Wednesday, August 26, 2015

They were clever in the 12th century

Notre Dame, Paris
We think we are pretty smart building skyscrapers nowadays and the higher they are the more we congratulate ourselves on our progress.

Enter a building like the Notre Dame in Paris though and you wonder if we have progressed or gone backwards in the 900 years since it was built.

The building was begun in 1163 and if you consider the tools the builders had at their disposal in the 12th century, the building of such structures surely beats anything we can manage today.
In the Cathedral there are a series of pictures showing the progress of the building as the decades passed. Bit by bit they put it together, and when it was finished they modified Ii, adding ever more features.

Build something beautiful and people will want to come and see it. The  queue stretches right down the large square in front and yesterday morning when I was there it was wet and blowing a gale.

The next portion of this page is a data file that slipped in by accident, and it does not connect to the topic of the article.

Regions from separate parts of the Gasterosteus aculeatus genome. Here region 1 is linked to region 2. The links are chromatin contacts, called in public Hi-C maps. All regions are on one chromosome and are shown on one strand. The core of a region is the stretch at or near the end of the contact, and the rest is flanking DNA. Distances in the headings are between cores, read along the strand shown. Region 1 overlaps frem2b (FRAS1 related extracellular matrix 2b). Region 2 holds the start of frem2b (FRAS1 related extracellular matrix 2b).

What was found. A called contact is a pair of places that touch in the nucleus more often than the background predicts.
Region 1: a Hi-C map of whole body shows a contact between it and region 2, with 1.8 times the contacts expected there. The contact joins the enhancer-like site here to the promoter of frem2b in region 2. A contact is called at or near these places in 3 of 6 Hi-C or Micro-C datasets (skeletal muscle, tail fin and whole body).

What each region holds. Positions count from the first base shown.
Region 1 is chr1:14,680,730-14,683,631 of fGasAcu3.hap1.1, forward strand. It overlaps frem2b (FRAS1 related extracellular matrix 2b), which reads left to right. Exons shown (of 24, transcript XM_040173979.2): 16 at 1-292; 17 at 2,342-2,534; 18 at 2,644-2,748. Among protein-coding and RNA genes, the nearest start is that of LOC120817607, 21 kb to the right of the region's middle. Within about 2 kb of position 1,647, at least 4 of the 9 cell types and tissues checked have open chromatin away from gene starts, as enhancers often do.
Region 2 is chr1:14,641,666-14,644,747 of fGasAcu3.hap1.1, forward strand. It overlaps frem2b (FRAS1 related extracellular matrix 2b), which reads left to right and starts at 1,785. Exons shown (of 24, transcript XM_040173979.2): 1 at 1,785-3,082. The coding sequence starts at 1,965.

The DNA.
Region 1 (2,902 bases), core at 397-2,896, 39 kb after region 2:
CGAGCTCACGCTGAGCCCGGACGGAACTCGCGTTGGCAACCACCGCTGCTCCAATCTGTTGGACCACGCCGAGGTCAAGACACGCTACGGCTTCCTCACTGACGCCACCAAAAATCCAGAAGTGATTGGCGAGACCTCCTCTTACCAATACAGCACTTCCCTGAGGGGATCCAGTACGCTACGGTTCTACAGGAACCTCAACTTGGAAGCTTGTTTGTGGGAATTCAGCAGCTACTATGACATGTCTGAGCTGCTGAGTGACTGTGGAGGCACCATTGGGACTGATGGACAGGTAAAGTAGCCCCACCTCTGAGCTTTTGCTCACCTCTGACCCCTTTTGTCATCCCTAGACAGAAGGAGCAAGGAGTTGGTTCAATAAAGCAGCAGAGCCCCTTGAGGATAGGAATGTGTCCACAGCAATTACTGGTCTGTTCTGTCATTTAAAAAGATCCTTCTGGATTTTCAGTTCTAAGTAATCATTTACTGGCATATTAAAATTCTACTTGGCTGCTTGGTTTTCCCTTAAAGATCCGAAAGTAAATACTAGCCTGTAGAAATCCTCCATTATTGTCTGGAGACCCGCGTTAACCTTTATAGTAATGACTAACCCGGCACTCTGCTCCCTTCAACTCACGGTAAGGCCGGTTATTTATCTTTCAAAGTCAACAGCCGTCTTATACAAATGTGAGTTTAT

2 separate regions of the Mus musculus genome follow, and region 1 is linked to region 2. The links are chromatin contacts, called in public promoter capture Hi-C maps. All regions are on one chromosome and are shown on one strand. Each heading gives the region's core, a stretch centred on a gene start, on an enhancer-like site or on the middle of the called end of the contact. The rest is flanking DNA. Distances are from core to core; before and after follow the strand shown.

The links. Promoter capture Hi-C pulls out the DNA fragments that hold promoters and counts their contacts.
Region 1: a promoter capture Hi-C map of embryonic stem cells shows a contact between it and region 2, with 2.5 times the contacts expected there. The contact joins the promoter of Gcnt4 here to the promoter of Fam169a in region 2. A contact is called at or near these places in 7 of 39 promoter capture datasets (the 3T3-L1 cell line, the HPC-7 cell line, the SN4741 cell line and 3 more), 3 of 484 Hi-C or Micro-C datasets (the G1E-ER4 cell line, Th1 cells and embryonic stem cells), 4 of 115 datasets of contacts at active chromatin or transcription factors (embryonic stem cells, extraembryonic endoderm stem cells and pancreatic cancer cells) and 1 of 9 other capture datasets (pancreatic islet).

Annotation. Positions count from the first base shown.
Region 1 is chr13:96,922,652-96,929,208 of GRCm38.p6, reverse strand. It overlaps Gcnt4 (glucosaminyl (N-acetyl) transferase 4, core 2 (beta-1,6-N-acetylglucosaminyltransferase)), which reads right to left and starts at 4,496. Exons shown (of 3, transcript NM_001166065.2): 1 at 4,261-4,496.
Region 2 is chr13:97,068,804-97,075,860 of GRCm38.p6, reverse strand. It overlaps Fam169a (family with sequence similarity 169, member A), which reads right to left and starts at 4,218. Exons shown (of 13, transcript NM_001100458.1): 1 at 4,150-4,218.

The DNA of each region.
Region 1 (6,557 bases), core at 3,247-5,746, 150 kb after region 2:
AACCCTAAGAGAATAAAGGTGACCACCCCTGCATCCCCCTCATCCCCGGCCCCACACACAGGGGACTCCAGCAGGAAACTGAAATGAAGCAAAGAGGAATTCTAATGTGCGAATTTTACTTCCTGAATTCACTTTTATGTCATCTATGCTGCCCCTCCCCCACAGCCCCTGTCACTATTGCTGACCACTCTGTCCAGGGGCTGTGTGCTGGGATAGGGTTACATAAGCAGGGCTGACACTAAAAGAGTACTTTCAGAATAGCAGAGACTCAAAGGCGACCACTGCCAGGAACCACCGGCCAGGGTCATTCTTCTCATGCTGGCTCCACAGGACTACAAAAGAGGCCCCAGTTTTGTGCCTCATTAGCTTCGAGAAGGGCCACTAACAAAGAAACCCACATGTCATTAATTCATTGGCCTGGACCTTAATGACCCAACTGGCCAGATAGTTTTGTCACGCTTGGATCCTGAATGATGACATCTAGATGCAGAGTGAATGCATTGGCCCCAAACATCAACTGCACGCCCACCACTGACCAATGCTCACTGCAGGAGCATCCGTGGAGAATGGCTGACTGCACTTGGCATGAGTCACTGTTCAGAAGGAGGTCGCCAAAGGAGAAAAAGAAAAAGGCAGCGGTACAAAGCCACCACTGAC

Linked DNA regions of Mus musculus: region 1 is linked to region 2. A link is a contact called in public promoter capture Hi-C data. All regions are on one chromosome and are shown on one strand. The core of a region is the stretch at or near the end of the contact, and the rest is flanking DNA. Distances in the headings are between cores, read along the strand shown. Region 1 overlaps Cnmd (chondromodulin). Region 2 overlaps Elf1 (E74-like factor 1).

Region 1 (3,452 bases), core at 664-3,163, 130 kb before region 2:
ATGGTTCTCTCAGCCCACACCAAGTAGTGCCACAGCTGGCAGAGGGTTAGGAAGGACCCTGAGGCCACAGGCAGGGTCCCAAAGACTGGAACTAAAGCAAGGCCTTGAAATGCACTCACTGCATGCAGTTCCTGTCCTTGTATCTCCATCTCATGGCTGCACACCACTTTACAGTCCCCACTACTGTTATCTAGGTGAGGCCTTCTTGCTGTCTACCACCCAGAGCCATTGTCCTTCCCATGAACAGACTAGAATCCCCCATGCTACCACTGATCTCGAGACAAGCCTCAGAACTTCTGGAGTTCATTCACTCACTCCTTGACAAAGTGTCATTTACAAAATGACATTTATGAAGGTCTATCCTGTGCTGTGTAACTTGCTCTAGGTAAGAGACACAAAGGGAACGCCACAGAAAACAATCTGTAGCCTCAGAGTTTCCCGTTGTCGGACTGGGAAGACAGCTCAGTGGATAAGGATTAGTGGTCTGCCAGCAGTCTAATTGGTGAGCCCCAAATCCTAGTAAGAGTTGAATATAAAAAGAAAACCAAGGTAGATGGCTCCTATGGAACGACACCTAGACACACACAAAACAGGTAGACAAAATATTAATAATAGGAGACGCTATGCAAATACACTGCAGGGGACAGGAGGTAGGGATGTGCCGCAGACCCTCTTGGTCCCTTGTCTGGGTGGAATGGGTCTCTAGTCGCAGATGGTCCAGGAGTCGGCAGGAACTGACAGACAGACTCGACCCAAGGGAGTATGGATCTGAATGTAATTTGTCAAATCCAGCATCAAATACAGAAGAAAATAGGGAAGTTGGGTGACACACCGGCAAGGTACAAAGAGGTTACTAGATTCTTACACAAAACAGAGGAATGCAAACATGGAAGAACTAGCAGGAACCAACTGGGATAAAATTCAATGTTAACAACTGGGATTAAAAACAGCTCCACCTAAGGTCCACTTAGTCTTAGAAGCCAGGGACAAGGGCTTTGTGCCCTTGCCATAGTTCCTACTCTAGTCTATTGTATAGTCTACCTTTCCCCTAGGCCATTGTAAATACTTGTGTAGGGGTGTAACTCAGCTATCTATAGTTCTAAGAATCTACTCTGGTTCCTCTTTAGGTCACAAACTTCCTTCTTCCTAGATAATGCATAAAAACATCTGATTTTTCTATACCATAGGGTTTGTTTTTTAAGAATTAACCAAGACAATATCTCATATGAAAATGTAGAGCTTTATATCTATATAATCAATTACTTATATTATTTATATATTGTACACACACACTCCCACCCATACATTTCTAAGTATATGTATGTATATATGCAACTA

Notre Dame in the wind
A lot of tourists were wearing those cheap plastic raincoats and the queue sounded like a plastic flapping washing line. The queue moves fairly quickly though and once you are inside the crowds disappear into the vast inside space. By the time I emerged the wind had blown away the rain.

Across the road is a warren of back streets with trinket shops and restaurants offering set price menus.

There among the many restaurants is another  church which is also large but tucked between the surrounding buildings so closely it could easily be overlooked. It is the church of Saint-Séverin and it is almost completely empty.  

Its many glass windows are as beautiful as those of it's more famous neighbour. They are also closer to eye level so easier to see.

Window in the Church of Saint-Séverin 
Notre Dame window

Notre Dame: The north transept rose

No comments: